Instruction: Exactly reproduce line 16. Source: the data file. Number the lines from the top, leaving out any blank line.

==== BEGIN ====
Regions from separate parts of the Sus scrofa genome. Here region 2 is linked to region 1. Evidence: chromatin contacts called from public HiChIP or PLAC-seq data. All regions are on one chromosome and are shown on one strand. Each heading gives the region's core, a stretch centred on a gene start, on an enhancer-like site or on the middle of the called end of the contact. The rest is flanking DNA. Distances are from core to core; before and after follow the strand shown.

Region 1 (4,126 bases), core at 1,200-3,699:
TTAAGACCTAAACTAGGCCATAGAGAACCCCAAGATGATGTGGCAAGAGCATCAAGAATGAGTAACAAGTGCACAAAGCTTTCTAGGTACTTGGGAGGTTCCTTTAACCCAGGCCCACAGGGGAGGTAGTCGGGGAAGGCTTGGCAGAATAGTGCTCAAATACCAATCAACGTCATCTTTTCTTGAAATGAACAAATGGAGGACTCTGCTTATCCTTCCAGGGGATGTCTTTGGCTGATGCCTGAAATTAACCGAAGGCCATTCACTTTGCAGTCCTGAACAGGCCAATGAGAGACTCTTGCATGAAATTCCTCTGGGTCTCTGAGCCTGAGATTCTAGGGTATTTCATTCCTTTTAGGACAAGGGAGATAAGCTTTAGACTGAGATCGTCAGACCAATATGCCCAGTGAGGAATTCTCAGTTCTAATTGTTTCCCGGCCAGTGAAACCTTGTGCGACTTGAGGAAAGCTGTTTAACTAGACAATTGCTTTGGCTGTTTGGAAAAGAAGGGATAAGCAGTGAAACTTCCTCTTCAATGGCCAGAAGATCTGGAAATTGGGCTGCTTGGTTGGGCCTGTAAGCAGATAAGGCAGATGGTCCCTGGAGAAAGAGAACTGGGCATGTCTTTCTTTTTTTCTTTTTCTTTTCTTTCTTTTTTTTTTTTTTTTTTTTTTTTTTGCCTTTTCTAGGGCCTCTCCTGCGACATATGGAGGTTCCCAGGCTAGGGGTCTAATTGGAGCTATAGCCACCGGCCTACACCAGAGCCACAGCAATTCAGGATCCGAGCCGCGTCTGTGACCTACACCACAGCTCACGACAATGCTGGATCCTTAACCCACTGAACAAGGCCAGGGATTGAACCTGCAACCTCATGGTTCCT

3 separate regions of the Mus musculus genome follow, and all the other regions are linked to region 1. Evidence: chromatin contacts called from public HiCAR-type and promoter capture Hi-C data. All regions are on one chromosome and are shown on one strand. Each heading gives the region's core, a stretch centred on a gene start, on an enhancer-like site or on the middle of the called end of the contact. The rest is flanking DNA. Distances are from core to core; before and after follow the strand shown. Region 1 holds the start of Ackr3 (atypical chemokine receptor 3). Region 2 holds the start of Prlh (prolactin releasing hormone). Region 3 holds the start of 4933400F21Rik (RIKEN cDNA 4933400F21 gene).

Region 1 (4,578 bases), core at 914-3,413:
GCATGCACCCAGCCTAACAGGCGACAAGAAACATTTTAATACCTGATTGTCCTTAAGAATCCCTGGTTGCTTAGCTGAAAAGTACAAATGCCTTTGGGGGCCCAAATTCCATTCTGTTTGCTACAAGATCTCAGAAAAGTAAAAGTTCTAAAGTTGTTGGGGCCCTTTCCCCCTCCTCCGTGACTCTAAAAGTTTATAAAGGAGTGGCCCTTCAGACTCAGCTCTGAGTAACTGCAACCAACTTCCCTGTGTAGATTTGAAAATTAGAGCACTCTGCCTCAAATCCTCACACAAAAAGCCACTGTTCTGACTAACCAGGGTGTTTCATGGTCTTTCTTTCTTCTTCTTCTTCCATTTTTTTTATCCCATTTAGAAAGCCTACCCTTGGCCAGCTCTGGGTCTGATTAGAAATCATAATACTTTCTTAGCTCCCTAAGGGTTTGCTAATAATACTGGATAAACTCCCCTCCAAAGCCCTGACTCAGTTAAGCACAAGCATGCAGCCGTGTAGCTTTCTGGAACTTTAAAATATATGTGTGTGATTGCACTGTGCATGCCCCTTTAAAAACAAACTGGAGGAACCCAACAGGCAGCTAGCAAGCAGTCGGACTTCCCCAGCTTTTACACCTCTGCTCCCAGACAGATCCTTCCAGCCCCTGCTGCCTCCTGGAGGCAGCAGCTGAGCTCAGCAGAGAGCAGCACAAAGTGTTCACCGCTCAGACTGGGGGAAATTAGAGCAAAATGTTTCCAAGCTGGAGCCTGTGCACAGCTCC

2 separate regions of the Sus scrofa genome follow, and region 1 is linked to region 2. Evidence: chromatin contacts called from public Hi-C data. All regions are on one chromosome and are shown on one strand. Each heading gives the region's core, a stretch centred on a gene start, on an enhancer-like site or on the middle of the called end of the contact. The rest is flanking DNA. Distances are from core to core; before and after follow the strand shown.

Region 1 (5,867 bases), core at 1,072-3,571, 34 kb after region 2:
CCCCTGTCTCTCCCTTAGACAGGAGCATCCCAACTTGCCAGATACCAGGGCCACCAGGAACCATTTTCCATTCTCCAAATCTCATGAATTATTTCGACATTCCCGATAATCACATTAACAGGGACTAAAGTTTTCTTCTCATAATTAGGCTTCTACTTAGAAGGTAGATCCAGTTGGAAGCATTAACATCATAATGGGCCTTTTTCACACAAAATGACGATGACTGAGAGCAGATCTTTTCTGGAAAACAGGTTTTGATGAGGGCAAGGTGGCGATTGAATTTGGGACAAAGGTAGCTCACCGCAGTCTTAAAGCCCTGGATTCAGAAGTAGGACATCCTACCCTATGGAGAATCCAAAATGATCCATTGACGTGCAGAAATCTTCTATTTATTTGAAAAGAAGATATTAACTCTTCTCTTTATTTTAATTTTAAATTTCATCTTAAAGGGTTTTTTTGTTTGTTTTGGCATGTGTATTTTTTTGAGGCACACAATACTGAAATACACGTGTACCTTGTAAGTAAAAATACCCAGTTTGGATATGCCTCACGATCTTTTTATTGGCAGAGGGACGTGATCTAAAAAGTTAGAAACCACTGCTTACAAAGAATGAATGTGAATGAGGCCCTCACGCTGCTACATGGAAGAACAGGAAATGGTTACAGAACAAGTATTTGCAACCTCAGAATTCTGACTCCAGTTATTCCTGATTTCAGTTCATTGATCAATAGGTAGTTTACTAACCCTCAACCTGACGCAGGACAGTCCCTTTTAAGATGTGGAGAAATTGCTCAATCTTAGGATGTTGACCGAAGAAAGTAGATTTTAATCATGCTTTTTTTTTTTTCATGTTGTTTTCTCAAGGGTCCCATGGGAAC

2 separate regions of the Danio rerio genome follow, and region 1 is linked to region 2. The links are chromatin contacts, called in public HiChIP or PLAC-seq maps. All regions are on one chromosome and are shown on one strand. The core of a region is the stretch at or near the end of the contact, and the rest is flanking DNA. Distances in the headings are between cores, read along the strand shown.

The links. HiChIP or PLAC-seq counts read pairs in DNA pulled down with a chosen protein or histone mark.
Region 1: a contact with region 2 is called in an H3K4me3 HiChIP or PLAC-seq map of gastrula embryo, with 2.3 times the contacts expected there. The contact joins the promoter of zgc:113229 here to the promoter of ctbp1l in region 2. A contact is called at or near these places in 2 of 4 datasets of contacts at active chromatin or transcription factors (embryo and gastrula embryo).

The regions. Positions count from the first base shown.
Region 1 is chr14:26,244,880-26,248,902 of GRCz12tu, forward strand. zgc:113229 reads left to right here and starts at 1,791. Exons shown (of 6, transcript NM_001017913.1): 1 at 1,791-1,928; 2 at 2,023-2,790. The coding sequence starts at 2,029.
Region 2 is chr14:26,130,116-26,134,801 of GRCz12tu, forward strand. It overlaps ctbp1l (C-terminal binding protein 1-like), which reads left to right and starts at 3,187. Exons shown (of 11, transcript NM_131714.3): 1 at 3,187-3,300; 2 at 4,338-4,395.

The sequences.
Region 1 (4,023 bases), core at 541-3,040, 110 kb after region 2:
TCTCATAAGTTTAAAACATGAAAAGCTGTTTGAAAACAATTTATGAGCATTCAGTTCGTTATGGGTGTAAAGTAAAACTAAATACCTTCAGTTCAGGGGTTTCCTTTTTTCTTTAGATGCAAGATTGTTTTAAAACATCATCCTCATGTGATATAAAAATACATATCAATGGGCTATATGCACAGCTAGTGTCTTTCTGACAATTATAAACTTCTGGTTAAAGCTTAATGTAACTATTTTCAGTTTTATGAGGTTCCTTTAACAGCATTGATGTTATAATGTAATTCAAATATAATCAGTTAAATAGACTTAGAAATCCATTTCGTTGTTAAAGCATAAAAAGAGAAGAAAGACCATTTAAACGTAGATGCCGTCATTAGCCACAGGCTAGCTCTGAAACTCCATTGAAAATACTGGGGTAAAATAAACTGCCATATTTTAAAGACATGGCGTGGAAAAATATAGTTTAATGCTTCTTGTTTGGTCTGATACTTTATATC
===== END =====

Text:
The sequences.